We note that the model of [49] allows only edge changes from round to round while the nodes remain fixed. In this work, we introduce a dynamic network model where both nodes and edges can change by a large amount (up to a linear fraction of the network size). Therefore, the framework we introduce in Section 2 is more general than the model of [49], as it is additionally applicable to dynamic settings with node churn. The same is true for the notions of dynamic distance and influence set that we introduce in Section 3.1, since in our model the dynamic distance is not necessarily finite. In fact, according to [48], coping with churn is one of the important open problems in the context of dynamic networks. Our paper takes a step in this direction.
An important aspect of our algorithms is that they will work and terminate correctly even when the network keeps continually changing. We note that there has been considerable prior work in dynamic P2P networks (see [59] and the references therein) but these do not assume that the network keeps continually changing over time.
Due to the mobility of nodes, mobile adhoc networks can also be considered as dynamic networks. The focus of [58] are the minimal requirements that are necessary to correctly perform flooding and routing in highly dynamic networks where edges can change but the set of nodes remains the same. In the context of agreement problems, electing a leader among mobile nodes that may join or leave the network at any time is the focus of [23]. To make leader election solvable in this model, Chung et al. introduce the notion of connectedness, which ensures information propagation among all nodes that remain long enough in the network. Note that, in contrast to our model, this assumption prohibits the adversary from permanently isolating parts of the network. The recent work of [41] presents information spreading algorithms on dynamic networks based on network coding [3].
1.3.4 FaultTolerance
In most work on faulttolerant agreement problems the adversary a priori commits to a fixed set of faulty nodes. In contrast, [30] considers an adversary that can corrupt the state of some (possibly changing) set of nodes in every round. The median rule of [30] provides an elegant way to ensure that most nodes stabilize on a common output value within rounds, assuming a complete communication graph. The median rule, however, only guarantees that this agreement lasts for some polynomial number of rounds, whereas we are able to retain agreement ad infinitum.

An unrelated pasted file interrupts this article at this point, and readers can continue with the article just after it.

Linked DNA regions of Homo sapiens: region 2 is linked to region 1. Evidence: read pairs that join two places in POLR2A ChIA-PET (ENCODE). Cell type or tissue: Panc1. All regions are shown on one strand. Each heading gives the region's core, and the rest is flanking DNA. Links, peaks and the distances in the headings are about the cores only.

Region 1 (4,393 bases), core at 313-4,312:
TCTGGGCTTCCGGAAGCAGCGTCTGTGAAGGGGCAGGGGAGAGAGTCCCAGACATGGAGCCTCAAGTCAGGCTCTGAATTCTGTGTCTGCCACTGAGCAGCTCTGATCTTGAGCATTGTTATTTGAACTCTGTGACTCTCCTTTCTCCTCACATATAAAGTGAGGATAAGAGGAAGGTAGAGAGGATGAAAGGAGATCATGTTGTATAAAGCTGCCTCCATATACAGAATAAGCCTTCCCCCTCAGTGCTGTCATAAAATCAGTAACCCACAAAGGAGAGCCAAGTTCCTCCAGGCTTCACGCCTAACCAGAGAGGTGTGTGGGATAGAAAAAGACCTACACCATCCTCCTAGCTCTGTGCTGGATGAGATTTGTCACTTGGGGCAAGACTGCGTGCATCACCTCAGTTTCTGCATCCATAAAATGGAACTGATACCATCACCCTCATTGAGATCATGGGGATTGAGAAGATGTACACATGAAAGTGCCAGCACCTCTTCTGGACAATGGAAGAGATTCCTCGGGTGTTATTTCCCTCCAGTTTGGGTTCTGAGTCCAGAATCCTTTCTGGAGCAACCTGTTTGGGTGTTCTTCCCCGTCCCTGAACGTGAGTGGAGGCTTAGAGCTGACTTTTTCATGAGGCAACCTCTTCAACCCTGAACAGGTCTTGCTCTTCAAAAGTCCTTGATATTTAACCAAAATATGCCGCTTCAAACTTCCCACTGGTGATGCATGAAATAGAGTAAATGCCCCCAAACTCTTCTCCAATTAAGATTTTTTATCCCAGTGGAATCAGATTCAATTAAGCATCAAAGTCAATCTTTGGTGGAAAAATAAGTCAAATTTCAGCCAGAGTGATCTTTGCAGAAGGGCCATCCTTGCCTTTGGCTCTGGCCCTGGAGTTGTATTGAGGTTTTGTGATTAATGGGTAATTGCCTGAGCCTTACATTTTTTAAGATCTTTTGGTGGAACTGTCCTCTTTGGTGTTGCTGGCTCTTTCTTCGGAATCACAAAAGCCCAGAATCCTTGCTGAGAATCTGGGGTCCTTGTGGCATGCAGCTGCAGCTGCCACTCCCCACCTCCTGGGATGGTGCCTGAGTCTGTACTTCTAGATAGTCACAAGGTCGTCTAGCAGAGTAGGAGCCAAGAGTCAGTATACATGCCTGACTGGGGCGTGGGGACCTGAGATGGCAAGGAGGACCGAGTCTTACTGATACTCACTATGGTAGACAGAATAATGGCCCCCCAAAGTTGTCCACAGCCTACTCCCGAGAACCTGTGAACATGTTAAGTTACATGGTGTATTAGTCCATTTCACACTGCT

Expander graphs and spectral properties have already been applied extensively to improve the network design and faulttolerance in distributed computing (cf. [66, 32, 16]). Law and Siu [52] provide a distributed algorithm for maintaining an expander in the presence of churn with high probability by using Hamiltonian cycles. In [61] it is shown how to maintain the expansion property of a network in the selfhealing model where the adversary can delete/insert a new node in every step. In the same model, [60] present a protocol that maintains constant node degrees and constant expansion (both with probability ) against an adaptive adversary, while requiring only logarithmic (in the network size) messages, time, and topology changes per deletion/insertion. In [6], it is shown that a SKIP graph (cf. [5]) contains a constant degree expander as a subgraph with high probability. Moreover, it requires only constant overhead for a node to identify its incident edges that are part of this expander. Later on, [43] presented a selfstabilizing algorithm that converges from any weakly connected graph to a SKIP graph in time polylogarithmic in the network size, which yields a protocol that constructs an expander with high probability. In [13] the authors introduce the hyperring, which is a search data structure supporting insertions and deletions, while being able to handle concurrent requests with low congestion and dilation, while guaranteeing expansion and node degree. The Flipper algorithm of [54] transforms any undirected graph into an expander (with high probability) by iteratively performing flips on the endvertices of paths of length . Based on this protocol, the authors describe how to design a protocol that supports deletions and insertions of nodes. Note that, however, the expansion in [54] is only guaranteed with high probability however, assuming that the node degree is .
Information spreading in distributed networks is the focus of [22] where it is shown that this problem requires rounds in graphs with a certain conductance in the push/pull model where a node can communicate with a randomly chosen neighbor in every round.
Aspnes et al. [4] consider information spreading via expander graphs against an adversary, which is related to the flooding techniques we derive in Section 3. More specifically, in [4] there are two opposing parties “the alert” and “the worm” (controlled by the adversary) that both try to gain control of the network. In every round each alerted node can alert a constant number of its neighbors, whereas each of the worm nodes can infect a constant number of nonalerted nodes in the network. In [4], Aspnes et al. show that there is a simple strategy to prevent all but a small fraction of nodes from becoming infected and, in case that the network has poor expansion, the worm will infect almost all nodes.
The work of [16] shows that, given a network that is initially an expander and assuming some linear fraction of faults, the remaining network will still contain a large component with good expansion. These results are not directly applicable to dynamic networks with large amount of churn like the ones we are considering, as the topology might be changing and linear churn per round essentially corresponds to total churn after rounds—the minimum amount of time necessary to solve any nontrivial task in our model.